How Foundation Models Changed our Work

Chris Ré

Our group got excited about foundation models (FMs), and I was prodded to write up how FMs changed our research view. We work both on the foundations of these new models and how they are changing workflows, primarily around data.

Foundations of Foundation Models

We’ve been examining several lines of work to more deeply understand foundation models. We can then use this to improve them or extend them to new domains.

  • Performance. A key challenge is runtime performance. Motivated by this and led by Tri Dao we developed FlashAttention, an IO-Aware view on Attention inspired by classical database ideas. FlashAttention greatly speeds up Transformer models, which are the de facto building block in FMs ranging from GPT3 to Dall-E to Stable Diffusion. This package is now widely used as the fastest implementation of Transformers, including in the ML Perf benchmarks from MSFT, NVIDIA and more.
    • Stay tuned for upcoming extensions and improvements via Dan Fu
  • Long Range Correlations. The ability to handle long sequences could dramatically improve today’s models ability to take in more complex instructions, more demonstrations, and allow us to perform fundamentally new tasks. The leading benchmark in the area is the Long Range Arena benchmark from Google.
    • Using Flash Attention, we extended the best result on this benchmark for Transformer models–beating random chance for the first-time!
    • Led by Albert Gu, we also developed a new model called S4 that showed one can view recurrences and CNNs all in one framework. This model set new state-of-the-art quality for Long Range Arena, solving the Path-X problem for the first time. All of this while only being linear time in sequence length (while transformers are quadratic.)
    • We continue to improve both lines of work with new ideas – stay tuned!
  • Networks. Modern accelerators can obtain 50-80% efficiency on popular machine learning workloads. However, they scale up to many machines and often require using very expensive network connections. Building on a range of ideas in relaxing consistency from ancient history (Hogwild!), Ce Zhang and his team lead the exploration of decentralized training. Here, we showed that we could fine-tune foundation models using slow networks–even across continents. More is coming very soon!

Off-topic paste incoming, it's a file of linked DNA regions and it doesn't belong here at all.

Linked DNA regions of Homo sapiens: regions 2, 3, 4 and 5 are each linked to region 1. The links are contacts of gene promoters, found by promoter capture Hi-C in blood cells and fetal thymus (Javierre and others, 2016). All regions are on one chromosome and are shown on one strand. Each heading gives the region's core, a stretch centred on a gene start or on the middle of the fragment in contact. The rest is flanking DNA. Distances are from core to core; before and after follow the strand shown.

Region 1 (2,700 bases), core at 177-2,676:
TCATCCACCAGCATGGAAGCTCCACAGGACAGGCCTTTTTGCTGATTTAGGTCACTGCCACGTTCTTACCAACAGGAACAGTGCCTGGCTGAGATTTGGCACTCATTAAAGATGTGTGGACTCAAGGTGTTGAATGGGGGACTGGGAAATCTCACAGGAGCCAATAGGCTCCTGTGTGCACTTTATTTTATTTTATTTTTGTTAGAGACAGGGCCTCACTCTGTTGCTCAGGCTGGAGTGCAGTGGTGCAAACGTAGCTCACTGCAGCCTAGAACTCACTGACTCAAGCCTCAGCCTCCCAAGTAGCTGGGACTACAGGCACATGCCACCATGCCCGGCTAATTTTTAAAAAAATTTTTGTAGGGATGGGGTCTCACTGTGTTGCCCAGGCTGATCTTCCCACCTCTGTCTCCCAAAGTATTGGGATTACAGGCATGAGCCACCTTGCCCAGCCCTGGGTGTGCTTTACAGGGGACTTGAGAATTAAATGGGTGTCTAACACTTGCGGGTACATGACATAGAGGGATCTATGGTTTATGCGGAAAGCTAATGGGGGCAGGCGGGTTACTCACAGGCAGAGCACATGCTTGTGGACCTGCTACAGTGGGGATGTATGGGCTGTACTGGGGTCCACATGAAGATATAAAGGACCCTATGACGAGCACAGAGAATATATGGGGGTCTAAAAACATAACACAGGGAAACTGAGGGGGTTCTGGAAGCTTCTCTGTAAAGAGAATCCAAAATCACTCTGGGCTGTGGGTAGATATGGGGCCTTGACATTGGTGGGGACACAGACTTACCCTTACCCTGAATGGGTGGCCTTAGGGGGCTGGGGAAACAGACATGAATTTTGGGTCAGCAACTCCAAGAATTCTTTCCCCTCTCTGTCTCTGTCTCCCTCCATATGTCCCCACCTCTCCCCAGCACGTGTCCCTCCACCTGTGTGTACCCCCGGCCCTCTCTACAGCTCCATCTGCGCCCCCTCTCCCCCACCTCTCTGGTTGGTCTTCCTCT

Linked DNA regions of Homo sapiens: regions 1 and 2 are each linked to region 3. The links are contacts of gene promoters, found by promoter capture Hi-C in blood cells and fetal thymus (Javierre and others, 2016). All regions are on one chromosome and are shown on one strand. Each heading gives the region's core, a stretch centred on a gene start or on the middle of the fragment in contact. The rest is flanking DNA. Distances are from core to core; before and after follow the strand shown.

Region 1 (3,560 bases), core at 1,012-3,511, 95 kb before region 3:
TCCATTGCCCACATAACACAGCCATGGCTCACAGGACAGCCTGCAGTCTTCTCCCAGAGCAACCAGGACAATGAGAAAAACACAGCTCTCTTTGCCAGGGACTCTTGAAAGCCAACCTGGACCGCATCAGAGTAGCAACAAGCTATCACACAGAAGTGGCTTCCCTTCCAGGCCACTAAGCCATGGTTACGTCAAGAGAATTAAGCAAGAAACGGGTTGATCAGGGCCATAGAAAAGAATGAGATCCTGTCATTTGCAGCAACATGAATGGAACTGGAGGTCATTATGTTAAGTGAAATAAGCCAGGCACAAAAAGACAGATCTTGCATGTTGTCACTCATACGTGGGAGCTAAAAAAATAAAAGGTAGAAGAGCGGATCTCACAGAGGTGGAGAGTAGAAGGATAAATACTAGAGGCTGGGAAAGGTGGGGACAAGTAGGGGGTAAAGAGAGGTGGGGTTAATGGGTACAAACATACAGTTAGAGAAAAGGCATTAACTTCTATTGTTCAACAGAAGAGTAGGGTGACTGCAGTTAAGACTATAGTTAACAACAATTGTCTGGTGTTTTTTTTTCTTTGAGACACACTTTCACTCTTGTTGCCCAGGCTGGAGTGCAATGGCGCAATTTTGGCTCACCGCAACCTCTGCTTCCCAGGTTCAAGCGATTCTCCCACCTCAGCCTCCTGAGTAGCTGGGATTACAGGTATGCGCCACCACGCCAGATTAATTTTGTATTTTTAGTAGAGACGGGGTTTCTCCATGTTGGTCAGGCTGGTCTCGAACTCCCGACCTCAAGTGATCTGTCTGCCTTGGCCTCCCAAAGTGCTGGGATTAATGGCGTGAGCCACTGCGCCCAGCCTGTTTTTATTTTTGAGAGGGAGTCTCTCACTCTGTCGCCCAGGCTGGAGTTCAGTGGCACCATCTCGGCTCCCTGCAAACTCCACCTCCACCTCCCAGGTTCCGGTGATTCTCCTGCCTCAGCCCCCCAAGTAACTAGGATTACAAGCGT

We’re also looking into time series models and observational supervision for those models. These new modalities are incredibly exciting, led by Michael Zhang and Khaled Saab. Our efforts on the generative side are led by Vishnu. Megan is leading the charge on understanding multiple encoders and knowledge. We’re also examining how we can apply FMs to privacy-sensitive data, led by Simran. Here, we’ve looked at how new models with exciting in-context learning abilities change the way we think about prior privacy approaches and how to get these powerful in-context abilities with smaller LMs in AMA, as well as split QA.

Foundation Models for Data

Foundation models are driven by data, and the recent spate of work on instruction tuning and model alignment shows that we’re just starting to explore how to program these models. A few highlights

  • Combining with Knowledge. Inspired by our work on Snorkel, we began examining the data needs of these foundation models, led by Mayee and Fred, Liger used weak supervision to show how to build models faster and cheaper with minimal labeled data.
  • Data Exploration. Domino looked for underperforming slices using foundation models to power data exploration. They’ve recently taken to auditing models and are building an incredible system for exploring data with FMs in Meerkat, led by Sabri, Karan and Arjun. This extends Karan’s work on Robustness Gym.
    • Led by Lingjiao and James, we’ve started to collect data sets of model predictions for use in this work!
  • Data Plumbing. Led by Ines, Laurel, and Avanika, we’ve examined how to handle the data cleaning, integration, and cleaning process. They’ve shown that foundation models can set state-of-the-art on these tasks–without ever being trained to do so and with minimal instruction! I talked about this in my SIGMOD keynote.

We continue to examine how data processing and understanding are changed by these new tools. To understand what really matters, we’re working on exciting applications in law and medicine led by Neel, Sarah, and Maya–much more coming soon!